France will kick off their 2018 World Cup campaign against underdogs Australia at the Kazan Arena on Saturday in Group C’s opening match. It seems to be a mismatch on paper, with France being the overwhelming favourites to win Group C whilst Australia are not expected to leave much of an impression in Russia, with their squad lacking the quality they have enjoyed in recent years.
Former World Cup winners France cruised to victory in Group A of European qualifying, barring disappointing draws to minnows Belarus and Luxembourg and a defeat to Sweden. They finished four points ahead of Sweden and qualified automatically.
Australia had a much more difficult time to qualify for Russia, having to go through two play-offs to eventually book their place in Group C. The Socceroos were only able to finish third in group B of the third stage of Asian qualifying, meaning that they had to go into a Asian playoff against Syria. They avoided an upset and scraped through 3-2 on aggregate, setting up an intercontinental playoff against Honduras where a Mile Jedinak hat-trick in the second leg ensured that Australia would reach their fourth consecutive World Cup.
Last Six Matches:
France come into the World Cup on the back of some inconsistent performances. The most disappointing result came in the shape of a collapse of epic proportions against Colombia in March, when they threw away a 2-0 lead to lose 3-2.
Despite this, one thing that France can take away from their recent performances is that they can easily find the back of the net, even against strong teams such as Germany and Italy. Under Deschamps France managed to reach the Euro 2016 final so recent form aside, there will be huge expectations for France to kick off their campaign with a convincing win.
Australia have reason to be optimistic ahead of their opening match given their recent form, particularly in their warm-up matches over the last few months. They comfortably beat European sides Czech Republic and Hungary, showing that they are capable of competing against fairly capable sides. The only blip on their recent record was an embarrassing 4-1 defeat, demonstrating that although they are usually a resolute and organised side, they are also capable of capitulating.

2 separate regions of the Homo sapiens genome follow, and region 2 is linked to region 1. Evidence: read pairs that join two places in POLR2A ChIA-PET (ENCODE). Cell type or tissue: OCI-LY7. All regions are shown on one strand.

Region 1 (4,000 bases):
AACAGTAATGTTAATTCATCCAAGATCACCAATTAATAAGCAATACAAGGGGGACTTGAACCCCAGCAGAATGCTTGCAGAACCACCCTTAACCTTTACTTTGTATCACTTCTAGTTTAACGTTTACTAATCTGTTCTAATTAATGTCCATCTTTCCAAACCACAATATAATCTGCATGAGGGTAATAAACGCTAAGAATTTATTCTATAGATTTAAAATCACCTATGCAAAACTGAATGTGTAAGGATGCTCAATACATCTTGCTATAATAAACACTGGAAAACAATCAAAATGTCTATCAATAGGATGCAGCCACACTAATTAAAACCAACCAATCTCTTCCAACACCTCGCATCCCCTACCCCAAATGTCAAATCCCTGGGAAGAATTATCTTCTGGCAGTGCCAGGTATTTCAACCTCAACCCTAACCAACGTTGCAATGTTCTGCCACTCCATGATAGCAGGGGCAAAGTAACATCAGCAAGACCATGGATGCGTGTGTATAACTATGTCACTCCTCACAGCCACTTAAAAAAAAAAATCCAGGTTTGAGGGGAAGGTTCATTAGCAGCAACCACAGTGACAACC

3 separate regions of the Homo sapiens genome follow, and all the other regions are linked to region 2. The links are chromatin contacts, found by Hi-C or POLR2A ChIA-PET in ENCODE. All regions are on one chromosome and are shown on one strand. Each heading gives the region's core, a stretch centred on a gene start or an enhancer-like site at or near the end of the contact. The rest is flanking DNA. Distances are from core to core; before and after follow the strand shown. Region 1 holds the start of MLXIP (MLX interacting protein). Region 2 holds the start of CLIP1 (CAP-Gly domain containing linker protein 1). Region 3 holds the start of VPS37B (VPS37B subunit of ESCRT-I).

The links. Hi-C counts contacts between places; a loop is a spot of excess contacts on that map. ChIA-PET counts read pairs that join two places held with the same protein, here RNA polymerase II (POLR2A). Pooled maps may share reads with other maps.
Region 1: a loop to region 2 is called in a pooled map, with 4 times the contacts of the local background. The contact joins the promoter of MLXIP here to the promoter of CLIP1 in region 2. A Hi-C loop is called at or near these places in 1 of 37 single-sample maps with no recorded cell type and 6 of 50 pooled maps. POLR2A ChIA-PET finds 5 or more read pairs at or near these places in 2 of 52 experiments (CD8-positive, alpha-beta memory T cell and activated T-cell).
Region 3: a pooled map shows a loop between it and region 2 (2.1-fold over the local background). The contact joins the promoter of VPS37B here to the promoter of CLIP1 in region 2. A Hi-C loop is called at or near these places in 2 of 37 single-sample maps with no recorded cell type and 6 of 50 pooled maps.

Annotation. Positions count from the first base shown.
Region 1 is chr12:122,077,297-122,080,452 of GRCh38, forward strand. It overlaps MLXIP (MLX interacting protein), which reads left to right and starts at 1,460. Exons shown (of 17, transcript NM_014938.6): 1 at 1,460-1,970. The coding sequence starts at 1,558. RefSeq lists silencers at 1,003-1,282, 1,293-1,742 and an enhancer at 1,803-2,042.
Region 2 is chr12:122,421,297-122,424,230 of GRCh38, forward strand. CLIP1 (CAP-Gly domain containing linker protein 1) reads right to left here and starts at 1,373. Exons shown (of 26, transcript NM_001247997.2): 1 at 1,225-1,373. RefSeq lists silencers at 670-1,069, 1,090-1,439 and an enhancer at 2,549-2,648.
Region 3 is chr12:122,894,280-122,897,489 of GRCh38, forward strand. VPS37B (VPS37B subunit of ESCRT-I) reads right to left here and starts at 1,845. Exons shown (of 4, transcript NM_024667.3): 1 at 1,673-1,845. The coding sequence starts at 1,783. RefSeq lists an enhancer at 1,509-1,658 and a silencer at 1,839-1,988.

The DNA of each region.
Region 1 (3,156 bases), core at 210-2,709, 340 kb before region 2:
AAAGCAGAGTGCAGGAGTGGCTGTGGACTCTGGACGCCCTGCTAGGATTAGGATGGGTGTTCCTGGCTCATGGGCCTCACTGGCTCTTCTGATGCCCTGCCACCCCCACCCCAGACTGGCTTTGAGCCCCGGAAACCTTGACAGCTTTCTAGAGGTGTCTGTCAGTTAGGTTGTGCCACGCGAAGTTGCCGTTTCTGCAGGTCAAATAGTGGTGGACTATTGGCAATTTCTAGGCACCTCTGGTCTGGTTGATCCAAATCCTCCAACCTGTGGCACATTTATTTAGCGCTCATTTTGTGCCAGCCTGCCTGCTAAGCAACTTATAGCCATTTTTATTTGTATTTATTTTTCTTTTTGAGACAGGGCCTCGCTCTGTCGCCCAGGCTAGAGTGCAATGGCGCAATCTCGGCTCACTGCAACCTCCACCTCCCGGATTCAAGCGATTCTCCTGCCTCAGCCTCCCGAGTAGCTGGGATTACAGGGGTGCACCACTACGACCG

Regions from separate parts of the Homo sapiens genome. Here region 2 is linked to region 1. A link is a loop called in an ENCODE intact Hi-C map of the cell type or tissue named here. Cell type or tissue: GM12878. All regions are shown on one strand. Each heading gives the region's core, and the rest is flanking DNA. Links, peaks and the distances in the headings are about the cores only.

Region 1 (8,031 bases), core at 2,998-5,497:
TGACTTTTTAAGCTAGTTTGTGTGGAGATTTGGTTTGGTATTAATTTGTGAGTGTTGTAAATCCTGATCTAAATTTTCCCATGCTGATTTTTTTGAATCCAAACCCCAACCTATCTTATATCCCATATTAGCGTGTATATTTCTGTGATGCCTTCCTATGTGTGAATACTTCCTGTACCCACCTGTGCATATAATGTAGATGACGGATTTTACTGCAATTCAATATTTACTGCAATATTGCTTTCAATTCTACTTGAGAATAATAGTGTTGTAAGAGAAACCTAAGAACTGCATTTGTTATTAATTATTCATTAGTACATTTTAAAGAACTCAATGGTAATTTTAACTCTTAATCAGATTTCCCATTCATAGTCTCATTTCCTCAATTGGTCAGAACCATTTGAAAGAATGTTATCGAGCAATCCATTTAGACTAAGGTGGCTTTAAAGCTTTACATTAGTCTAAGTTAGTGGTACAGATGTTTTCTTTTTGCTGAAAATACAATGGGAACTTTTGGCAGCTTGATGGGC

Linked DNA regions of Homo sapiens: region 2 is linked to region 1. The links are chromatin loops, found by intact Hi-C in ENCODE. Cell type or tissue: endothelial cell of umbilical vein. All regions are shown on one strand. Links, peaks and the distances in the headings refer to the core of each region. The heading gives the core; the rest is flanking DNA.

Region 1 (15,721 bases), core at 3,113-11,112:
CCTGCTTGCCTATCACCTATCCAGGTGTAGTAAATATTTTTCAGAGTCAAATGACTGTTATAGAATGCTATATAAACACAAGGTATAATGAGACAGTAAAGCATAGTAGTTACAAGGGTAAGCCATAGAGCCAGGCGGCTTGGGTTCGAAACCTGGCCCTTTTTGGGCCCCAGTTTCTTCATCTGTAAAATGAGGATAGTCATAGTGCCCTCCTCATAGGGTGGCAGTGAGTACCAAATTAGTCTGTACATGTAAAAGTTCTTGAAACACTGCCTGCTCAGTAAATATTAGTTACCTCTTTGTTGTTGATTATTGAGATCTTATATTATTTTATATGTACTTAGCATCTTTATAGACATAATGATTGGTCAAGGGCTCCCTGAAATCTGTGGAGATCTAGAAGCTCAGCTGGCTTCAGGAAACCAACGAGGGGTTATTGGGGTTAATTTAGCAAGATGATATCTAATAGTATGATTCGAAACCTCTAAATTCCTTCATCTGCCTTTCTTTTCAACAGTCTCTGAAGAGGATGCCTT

World Cup Highlights
France have had an incredibly varied history in the World Cup and recent tournaments have seen them inexplicably crash out in the first round in both 2002 and 2006. However, these low points juxtapose the glorious World Cup triumph of 1998 when Les Bleus went on to lift the trophy on home soil.
They defeated the heavily favoured Brazil in the final, courtesy of two goals from Zinedine Zidane and a late third from Emmanuel Petit. It is now 20 years since they were crowned champions and they are the last side to win on home soil.
Australia, by contrast, do not have such a rich history at the World Cup, but they have previously played at four tournaments, which is impressive given their small status as a footballing nation. They have only progressed to the knockout stages on one occasion, during the 2006 World Cup in Germany.
The Soccerroos enjoyed somewhat of a ‘golden generation’ with Mark Schwarzer, Tim Cahill, Harry Kewell and Mark Viduka all being present. They made it through a difficult group against Brazil, Croatia and Japan. In the round of 16, Australia were narrowly beaten by eventual champions Italy, courtesy of a controversial 95th minute penalty.
France have been given a serious scare as their wonder kid Kylian Mbappe was injured in training after a clash with centre back Adil Rami. There is a sense of mystery surrounding the extent of the injury but the 19-year-old took to social media to allay any fears that the injury was serious.
This is the least of France’s worries however, as L’Equipe are reporting that expected starting right back Djibril Sidibe will be absent through a long-term injury that he has yet to fully recover from. Youngster Benjamin Pavard is expected to fill his boots.
Australia look to have a fully fit squad to choose from with Premier League and Championship players Matthew Ryan, Mile Jedinak and Aaron Mooy all likely to feature. There is even a chance that 38-year-old veteran Tim Cahill could make a cameo appearance at what is set to be his fourth World Cup.
France (4-3-3): Lloris, Mendy, Varane, Umtiti, Pavard, Pogba, Kante, Matuidi, Dembele, Griezmann, Mbappe
Australia (4-2-3-1): Ryan, Behich, Sainsbury, Milligan, Risdon, Jedinak, Mooy, Nabbout, Rogic, Leckie, Juric
As the old cliche goes, you do not want to start off your World Cup campaign with a loss. Both sides will be acutely aware of this and is every chance that both sides will start this one nervously.
Didier Deschamps has arguably the strongest squad in Russia but question marks remain as to whether the numerous stars in the squad can work together cohesively. However, this is arguably the weakest Australia side of recent memory and anything other than a convincing win for France would be a major surprise.
If Australia are to salvage anything from their opening match, a lot will be resting on Mile Jedinak’s ability to patrol the midfield in front of his defence and prevent France’s attacking talents from being able to express themselves in front of goal.
There may well be a contrast in footballing philosophy’s on show, but expect France to brush aside Australia as they look ahead to an extended stay in Russia.